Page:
Fears that New York teams will sign all the free agents — in 1912

14 Comments

In 1912, there was a startup third major league called the United States Baseball League. It had eight teams. It played for about a month before it collapsed. It happens.

A unique aspect of the USBL: the league approached the players as if they weren’t chattel. No reserve clause in the contracts. Multi-year deals. Annual free agency for those who signed for only one.  This did not go over very well with the baseball establishment.

You’d figure that the National and American Leagues would hate it, but the media was just as scornful.  We get a great glimpse into that today courtesy of Dan Lee, who posts a link to a Sporting Life newspaper article about this “outlaw league” over at Baseball Think Factory today. The thing has to be read in full to be appreciated, but this is fun stuff:

President William Abbott Witman, of the United States League, is out with a statement in which he says the new league will abandon slavery in base ball. there will be no reserve clause in the contracts…so that it will be possible for [players] to go where they please at the end of every season. Beautiful dream that …Its no-slavery platform and no-slavery stuff is great in the abstract, but the bunk elsewhere. Cut the reserve rule, and Cobb, Johnson, Lajoie, and such other players…would all be in New York, where the chances for biggest money are, while their present owners would be doing the best they could.

Imagine, all of the big free agents gravitating to the big market clubs. It would probably kill baseball as we know it!

The article continues to heap scorn on the USBL, especially its idea of multi-year deals. Noting — correctly, because the idea of guaranteed contracts did not appear to have been conceived — that no player would want to sign a multi-year deal. He’d go year-to-year if he had any confidence in himself, knowing that he could make more money via serial free agency if he was playing well. And knowing that if he played poorly, a guy on a multi-year deal would be released more quickly than a guy only there for a few more months.

The article ends by extolling the virtues of the reserve rule, and how baseball simply could not function unless the owners had complete control over their players.  It’s a mindset that the players weren’t able to defeat for another 64 years.  The owners, through collusion, refused to accept the idea for another 76 years. To put in perspective just how non-antiquated that mindset was among owners in shockingly recent days, understand this: the ideas espoused in that 1912 article led directly to the creation of the Miami Marlins, Colorado Rockies, Arizona Diamondbacks and Tampa Bay Rays.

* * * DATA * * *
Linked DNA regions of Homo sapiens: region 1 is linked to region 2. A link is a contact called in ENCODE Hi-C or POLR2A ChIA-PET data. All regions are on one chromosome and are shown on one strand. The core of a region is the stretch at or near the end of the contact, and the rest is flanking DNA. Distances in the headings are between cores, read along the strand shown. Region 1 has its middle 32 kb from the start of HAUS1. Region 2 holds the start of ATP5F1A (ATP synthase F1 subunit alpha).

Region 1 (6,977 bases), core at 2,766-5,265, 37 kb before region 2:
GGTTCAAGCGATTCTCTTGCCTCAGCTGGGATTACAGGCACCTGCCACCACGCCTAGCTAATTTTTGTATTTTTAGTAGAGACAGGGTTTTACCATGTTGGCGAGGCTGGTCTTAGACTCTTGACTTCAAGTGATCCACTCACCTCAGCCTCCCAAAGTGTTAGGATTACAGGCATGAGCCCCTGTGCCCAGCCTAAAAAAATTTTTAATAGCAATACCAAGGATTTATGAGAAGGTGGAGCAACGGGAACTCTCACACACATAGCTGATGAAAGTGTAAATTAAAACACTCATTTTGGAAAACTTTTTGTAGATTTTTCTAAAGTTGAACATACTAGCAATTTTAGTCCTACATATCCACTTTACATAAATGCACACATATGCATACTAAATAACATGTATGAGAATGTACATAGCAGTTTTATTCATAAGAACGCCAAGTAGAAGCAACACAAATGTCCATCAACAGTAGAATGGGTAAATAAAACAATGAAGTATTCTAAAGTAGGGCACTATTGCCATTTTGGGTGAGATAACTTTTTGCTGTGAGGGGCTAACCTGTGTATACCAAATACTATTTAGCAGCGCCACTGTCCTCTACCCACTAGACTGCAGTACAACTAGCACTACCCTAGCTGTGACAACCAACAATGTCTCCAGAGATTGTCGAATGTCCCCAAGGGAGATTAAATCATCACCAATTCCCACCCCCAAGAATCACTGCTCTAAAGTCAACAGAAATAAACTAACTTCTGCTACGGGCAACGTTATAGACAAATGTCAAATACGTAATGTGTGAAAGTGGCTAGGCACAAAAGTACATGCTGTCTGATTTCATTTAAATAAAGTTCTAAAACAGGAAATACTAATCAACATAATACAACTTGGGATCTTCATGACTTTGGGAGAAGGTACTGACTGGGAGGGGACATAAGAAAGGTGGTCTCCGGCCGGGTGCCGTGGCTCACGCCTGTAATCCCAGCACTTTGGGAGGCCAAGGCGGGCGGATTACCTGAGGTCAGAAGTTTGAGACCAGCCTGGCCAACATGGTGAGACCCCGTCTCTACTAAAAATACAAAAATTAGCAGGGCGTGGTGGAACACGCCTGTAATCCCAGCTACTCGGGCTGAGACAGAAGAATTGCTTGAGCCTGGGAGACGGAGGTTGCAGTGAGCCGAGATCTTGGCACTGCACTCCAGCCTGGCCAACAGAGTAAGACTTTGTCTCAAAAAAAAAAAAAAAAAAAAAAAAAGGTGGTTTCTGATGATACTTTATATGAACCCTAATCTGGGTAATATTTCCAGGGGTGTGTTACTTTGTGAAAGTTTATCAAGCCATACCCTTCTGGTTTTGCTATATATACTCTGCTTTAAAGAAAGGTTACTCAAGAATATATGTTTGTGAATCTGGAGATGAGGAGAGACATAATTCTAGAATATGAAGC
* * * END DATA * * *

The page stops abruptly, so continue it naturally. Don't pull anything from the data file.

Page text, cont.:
The prescience of the big city teams signing big name free agents notwithstanding, it’s pretty amazing to look at a document like this and think about just how non-critically its authors thought about the institutions on which they were reporting.  And it makes you wonder how critical modern reporters are of the institutions they cover, and whether we’re accepting things the way they are now simply because it hasn’t occurred to us to question them.

 

(Photo: American League Baseball Owners, 1911, from the Library of Congress Flickr page)

Report: Royals sign Neftali Feliz

Andy Lyons/Getty Images
Leave a comment

Ken Rosenthal of FOX Sports reports that the Royals have signed free agent reliever Neftali Feliz, pending a physical. The Brewers designated Feliz for assignment last week and released him on Monday.

Feliz, 29, opened the season as the Brewers’ closer, but struggled and was eventually taken out of the role in mid-May, giving way to Corey Knebel. In 29 appearances spanning 27 innings with the Brewers, Feliz posted a 6.00 ERA with a 21/15 K/BB ratio.

The Royals have had bullpen issues of their own, so Feliz will try to provide some stability given his track record. It’s not clear yet if the Royals want to let Feliz get his feet wet at Triple-A or throw him right into the bullpen mix.

Mets may move Asdrubal Cabrera to second base upon return from DL

Mike Zarrilli/Getty Images
Leave a comment

Newsday’s Marc Carig reports that the Mets may move Asdrubal Cabrera to second base when he returns from the disabled list. Cabrera has been on the disabled list since June 13 with a sprained left thumb, but he’s expected to be activated on Friday.

Cabrera, 31, last played second base in 2014 with the Nationals. He has played shortstop exclusively as a Met the last two seasons. Jose Reyes would continue to play shortstop if the Mets were to go through with the position change. Cabrera would displace T.J. Rivera, who has been playing second base in place of the injured Neil Walker.

In 196 plate appearances this season, Cabrera is hitting .244/.321/.392 with six home runs and 20 RBI. He has made 11 defensive errors, which is tied for the third-most among shortstops behind Tim Anderson (16) and Dansby Swanson (12).